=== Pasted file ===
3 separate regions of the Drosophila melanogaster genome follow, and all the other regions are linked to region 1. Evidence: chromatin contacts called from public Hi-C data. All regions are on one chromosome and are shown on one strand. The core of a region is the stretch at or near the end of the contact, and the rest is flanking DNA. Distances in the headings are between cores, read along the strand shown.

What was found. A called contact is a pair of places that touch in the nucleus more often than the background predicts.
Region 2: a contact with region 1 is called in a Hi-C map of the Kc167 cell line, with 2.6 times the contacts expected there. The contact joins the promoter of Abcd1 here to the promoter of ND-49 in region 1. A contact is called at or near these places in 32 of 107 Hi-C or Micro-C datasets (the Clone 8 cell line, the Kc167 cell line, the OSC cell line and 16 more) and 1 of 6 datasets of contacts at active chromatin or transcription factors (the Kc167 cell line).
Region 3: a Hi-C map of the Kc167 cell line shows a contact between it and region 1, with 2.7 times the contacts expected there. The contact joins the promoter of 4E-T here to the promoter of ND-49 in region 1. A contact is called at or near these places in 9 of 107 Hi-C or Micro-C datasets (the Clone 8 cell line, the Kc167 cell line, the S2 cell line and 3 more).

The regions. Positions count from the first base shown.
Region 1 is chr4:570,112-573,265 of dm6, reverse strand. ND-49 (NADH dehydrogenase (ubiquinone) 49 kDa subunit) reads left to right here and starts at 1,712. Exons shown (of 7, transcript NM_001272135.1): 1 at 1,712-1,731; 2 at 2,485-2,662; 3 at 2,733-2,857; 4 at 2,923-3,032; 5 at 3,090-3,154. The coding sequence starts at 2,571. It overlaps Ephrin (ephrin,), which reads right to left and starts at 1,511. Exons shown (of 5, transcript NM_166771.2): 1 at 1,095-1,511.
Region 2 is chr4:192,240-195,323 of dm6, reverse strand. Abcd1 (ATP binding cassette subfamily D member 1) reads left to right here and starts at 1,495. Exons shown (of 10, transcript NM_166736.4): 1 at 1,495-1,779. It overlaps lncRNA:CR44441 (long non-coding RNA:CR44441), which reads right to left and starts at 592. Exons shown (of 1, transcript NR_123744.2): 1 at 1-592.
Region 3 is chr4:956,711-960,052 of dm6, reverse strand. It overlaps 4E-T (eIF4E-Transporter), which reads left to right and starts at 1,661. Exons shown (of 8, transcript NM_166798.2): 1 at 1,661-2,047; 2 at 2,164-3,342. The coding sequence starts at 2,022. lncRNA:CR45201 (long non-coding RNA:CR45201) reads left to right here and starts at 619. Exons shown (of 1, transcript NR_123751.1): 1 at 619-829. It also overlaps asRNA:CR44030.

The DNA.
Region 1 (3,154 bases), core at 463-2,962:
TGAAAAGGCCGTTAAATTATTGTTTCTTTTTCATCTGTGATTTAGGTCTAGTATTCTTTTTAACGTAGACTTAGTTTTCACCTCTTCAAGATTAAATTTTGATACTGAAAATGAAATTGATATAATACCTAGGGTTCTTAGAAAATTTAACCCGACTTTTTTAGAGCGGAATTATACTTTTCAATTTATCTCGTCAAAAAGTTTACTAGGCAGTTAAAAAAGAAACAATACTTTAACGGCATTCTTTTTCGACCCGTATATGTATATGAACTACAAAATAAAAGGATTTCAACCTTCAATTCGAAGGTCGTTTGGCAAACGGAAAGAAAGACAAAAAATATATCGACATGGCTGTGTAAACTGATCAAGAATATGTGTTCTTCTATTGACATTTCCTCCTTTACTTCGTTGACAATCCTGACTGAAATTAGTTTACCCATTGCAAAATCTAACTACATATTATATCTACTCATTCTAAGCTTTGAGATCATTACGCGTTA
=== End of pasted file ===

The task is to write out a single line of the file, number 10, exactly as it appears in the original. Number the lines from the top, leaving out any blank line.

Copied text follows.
Region 1 (3,154 bases), core at 463-2,962: